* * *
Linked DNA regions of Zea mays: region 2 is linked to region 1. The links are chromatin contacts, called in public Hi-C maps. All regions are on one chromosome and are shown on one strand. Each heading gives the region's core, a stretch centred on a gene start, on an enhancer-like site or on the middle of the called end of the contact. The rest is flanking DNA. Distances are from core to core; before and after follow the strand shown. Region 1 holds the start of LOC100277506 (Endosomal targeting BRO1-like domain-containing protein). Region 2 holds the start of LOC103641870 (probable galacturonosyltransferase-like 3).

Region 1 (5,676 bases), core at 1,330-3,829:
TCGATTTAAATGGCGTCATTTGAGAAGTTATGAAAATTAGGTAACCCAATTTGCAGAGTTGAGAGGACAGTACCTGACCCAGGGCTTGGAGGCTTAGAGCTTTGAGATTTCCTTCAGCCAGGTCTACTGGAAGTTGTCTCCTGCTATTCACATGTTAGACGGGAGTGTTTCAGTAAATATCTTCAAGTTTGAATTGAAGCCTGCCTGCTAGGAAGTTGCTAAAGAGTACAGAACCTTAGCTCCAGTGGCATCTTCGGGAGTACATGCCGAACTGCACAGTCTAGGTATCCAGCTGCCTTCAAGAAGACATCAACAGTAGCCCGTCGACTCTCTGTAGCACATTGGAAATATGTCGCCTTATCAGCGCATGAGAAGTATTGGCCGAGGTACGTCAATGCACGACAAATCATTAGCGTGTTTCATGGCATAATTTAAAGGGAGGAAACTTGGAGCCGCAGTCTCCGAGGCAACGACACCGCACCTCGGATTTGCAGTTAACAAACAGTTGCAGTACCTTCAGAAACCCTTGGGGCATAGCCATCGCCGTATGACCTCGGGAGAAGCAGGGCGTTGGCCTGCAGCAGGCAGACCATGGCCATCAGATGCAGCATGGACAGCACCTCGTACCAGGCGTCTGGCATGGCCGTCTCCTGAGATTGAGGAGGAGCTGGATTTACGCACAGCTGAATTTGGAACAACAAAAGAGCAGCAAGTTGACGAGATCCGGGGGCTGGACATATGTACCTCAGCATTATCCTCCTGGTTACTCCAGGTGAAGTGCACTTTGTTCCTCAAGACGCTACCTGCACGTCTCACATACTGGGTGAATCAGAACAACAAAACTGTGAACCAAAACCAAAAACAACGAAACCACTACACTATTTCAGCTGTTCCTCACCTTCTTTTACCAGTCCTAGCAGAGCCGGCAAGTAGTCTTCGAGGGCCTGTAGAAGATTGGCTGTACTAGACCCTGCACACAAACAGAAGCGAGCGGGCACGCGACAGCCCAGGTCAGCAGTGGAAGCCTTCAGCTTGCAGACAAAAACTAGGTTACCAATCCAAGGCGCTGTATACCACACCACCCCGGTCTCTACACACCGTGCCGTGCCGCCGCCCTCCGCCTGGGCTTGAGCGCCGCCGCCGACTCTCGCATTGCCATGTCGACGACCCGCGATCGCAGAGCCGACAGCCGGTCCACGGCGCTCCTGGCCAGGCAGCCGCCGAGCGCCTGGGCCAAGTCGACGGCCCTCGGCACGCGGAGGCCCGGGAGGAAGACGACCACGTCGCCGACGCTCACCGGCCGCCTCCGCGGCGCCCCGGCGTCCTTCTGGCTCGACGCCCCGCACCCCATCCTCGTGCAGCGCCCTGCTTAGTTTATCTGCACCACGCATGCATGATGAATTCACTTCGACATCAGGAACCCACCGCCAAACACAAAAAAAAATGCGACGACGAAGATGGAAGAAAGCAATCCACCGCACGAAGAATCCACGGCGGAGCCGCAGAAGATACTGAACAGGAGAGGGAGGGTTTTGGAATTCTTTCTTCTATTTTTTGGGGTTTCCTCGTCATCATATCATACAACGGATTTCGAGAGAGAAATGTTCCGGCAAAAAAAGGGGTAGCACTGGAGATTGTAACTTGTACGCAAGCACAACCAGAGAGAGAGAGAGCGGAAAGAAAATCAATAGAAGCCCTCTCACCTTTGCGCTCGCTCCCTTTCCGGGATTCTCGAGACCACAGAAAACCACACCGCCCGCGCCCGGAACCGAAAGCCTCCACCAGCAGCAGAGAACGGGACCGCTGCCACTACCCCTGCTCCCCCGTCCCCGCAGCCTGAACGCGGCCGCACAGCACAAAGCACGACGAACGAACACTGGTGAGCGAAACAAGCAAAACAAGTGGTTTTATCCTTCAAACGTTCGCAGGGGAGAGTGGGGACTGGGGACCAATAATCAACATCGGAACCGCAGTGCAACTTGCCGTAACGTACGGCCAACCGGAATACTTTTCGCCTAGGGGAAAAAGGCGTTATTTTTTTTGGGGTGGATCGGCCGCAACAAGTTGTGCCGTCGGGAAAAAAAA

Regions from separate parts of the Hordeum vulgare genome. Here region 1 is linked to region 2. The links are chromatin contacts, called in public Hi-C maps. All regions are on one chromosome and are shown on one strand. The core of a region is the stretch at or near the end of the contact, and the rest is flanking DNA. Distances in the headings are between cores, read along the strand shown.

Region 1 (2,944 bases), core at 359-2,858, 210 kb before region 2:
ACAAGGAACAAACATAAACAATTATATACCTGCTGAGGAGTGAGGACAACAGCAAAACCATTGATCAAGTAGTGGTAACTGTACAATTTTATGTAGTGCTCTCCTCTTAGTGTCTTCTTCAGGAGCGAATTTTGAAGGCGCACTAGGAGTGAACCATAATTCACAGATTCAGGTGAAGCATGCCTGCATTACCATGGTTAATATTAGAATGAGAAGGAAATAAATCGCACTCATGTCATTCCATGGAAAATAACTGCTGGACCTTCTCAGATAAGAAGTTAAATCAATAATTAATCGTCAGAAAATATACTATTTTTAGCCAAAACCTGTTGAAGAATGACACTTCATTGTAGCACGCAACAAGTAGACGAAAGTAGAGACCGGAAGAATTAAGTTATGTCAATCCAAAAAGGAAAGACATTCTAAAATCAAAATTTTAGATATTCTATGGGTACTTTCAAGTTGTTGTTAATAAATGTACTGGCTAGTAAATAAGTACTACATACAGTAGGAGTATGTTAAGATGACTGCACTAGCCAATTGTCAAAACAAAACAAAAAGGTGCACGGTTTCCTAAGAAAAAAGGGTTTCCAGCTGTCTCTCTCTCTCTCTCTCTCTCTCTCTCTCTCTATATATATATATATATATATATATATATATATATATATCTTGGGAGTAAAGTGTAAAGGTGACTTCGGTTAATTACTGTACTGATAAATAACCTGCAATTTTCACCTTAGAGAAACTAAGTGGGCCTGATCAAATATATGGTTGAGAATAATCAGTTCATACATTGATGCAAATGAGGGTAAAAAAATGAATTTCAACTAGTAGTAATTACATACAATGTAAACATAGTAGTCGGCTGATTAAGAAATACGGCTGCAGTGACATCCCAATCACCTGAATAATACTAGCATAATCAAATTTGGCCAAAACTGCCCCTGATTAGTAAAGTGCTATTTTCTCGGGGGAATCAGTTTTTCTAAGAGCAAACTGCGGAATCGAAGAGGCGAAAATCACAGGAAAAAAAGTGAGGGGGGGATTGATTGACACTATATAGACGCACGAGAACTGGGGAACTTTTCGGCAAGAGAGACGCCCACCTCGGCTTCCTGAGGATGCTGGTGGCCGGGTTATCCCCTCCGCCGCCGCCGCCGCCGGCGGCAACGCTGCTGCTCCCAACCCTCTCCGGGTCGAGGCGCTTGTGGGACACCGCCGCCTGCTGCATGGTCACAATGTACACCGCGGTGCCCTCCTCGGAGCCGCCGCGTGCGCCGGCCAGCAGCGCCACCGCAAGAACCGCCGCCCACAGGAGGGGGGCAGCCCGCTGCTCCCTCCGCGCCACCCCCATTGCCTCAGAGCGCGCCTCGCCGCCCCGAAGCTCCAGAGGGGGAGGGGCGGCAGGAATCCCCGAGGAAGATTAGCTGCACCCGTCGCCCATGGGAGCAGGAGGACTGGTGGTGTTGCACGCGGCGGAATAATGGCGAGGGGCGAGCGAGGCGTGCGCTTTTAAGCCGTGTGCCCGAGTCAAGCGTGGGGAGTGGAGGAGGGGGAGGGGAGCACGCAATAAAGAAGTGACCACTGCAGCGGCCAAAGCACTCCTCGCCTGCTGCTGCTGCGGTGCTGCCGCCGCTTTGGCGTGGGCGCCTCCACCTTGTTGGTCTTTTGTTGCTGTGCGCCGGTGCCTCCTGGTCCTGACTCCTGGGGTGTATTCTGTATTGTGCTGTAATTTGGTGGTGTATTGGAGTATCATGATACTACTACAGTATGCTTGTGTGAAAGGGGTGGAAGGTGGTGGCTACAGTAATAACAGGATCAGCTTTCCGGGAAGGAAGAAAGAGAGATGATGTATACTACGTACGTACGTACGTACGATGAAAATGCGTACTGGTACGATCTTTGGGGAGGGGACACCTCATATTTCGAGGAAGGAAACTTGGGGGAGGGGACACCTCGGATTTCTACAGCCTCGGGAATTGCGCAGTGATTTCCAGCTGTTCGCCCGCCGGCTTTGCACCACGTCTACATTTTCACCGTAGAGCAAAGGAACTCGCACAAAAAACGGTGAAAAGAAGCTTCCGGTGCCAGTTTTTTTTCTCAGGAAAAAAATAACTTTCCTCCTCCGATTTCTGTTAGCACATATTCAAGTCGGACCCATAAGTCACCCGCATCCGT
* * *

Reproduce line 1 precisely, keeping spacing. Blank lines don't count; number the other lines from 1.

Linked DNA regions of Zea mays: region 2 is linked to region 1. The links are chromatin contacts, called in public Hi-C maps. All regions are on one chromosome and are shown on one strand. Each heading gives the region's core, a stretch centred on a gene start, on an enhancer-like site or on the middle of the called end of the contact. The rest is flanking DNA. Distances are from core to core; before and after follow the strand shown. Region 1 holds the start of LOC100277506 (Endosomal targeting BRO1-like domain-containing protein). Region 2 holds the start of LOC103641870 (probable galacturonosyltransferase-like 3).